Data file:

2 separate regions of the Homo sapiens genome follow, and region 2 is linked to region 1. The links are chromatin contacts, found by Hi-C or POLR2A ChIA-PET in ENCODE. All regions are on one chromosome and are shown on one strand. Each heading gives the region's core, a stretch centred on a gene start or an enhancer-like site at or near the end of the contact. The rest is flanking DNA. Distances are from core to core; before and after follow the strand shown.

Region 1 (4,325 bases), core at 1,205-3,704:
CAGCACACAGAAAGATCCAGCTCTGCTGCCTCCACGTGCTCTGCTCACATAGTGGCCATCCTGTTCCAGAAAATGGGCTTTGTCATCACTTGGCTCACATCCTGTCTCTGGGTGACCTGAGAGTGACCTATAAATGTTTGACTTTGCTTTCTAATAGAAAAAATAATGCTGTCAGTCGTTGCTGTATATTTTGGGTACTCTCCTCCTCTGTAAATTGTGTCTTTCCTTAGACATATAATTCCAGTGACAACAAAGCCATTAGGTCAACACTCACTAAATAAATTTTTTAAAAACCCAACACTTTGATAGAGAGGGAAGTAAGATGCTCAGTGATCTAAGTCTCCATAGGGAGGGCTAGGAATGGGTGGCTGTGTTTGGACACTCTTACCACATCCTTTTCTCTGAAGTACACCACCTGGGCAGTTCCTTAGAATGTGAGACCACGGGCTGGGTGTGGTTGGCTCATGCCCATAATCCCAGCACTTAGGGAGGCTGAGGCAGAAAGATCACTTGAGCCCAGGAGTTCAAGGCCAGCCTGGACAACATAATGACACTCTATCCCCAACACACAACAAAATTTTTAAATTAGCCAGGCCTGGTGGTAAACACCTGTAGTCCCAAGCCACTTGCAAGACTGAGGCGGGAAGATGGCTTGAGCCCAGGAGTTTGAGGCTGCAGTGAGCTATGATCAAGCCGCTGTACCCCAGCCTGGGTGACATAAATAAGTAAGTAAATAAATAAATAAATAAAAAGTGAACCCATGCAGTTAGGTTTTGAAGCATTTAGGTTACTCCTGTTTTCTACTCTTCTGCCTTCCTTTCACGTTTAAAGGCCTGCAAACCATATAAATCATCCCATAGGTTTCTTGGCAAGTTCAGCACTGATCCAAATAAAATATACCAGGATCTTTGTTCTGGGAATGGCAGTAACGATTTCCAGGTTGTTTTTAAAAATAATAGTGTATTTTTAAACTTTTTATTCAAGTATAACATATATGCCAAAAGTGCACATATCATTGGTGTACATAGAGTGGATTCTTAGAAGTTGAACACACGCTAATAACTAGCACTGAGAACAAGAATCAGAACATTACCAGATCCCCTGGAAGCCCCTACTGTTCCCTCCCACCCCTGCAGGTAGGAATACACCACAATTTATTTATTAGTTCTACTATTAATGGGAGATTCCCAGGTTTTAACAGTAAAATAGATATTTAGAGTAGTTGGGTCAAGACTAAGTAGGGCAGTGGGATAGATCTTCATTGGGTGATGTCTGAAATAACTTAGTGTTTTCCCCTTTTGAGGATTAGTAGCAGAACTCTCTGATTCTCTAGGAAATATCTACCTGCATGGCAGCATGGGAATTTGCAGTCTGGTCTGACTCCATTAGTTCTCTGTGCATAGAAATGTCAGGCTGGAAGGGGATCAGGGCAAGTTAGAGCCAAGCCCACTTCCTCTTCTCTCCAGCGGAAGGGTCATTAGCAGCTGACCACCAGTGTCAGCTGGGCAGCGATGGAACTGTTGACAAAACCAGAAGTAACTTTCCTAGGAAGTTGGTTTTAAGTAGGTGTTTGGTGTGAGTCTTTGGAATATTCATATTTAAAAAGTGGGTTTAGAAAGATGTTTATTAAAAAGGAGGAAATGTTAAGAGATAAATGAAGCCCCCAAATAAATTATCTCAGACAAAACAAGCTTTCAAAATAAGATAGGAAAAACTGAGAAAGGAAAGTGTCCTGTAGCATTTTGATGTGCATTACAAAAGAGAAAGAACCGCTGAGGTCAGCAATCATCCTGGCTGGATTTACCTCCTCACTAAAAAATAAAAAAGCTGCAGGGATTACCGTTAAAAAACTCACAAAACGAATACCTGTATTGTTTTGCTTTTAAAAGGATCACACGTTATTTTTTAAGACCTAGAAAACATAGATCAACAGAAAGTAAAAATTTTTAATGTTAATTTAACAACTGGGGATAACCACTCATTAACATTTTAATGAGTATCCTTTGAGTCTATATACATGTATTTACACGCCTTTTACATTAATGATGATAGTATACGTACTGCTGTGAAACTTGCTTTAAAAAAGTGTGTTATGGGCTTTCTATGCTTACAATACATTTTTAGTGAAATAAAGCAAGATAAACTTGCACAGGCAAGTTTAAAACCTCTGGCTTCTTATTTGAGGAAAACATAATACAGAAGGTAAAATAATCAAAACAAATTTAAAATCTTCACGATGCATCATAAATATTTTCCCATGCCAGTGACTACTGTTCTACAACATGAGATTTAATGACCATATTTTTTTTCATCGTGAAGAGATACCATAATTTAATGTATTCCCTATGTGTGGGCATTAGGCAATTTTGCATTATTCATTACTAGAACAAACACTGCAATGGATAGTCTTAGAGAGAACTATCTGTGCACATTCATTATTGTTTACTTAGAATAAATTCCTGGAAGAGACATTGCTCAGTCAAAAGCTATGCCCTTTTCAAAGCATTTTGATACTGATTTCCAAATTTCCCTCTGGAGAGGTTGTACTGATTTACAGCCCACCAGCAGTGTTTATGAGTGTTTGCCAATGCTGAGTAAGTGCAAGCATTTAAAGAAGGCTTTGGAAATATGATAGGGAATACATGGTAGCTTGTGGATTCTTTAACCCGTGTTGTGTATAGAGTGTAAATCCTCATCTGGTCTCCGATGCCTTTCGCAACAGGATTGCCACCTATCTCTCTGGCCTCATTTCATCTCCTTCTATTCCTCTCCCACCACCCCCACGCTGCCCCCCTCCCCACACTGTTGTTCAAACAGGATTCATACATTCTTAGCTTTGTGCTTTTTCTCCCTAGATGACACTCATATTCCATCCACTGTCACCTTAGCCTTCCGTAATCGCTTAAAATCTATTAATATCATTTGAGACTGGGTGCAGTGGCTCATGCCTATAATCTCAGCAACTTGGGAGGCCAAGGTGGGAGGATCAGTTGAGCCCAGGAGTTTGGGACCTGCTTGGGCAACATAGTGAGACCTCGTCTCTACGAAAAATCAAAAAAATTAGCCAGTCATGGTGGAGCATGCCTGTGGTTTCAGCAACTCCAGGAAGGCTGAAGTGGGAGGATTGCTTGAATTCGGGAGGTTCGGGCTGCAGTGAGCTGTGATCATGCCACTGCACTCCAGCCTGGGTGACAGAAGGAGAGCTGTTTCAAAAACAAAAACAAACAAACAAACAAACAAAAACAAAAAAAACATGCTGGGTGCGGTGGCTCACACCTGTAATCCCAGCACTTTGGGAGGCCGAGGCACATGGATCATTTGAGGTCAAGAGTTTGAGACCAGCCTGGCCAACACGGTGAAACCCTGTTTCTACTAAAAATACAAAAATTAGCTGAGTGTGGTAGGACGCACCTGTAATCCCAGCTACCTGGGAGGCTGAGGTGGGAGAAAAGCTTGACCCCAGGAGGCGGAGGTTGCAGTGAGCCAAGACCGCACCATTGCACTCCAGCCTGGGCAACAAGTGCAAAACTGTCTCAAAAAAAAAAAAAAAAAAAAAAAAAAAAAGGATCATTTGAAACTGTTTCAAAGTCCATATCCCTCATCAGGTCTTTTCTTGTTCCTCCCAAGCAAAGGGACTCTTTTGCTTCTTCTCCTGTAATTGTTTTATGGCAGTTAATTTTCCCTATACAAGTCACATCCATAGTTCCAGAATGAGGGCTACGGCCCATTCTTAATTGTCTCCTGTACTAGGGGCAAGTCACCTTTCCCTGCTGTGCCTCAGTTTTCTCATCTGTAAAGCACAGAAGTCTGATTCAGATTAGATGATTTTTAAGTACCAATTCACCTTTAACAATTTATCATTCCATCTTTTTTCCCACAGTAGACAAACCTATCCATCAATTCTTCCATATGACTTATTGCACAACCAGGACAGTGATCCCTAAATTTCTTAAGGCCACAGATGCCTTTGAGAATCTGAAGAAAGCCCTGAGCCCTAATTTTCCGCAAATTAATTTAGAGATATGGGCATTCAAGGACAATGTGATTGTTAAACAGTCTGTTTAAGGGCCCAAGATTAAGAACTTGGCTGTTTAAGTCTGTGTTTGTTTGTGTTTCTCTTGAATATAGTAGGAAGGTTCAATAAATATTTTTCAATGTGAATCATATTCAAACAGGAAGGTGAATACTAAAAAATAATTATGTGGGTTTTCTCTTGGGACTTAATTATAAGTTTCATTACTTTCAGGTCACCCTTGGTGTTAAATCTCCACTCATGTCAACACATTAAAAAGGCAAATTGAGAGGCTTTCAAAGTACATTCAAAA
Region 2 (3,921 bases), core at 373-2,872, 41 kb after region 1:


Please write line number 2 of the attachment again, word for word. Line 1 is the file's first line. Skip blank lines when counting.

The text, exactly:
Region 1 (4,325 bases), core at 1,205-3,704: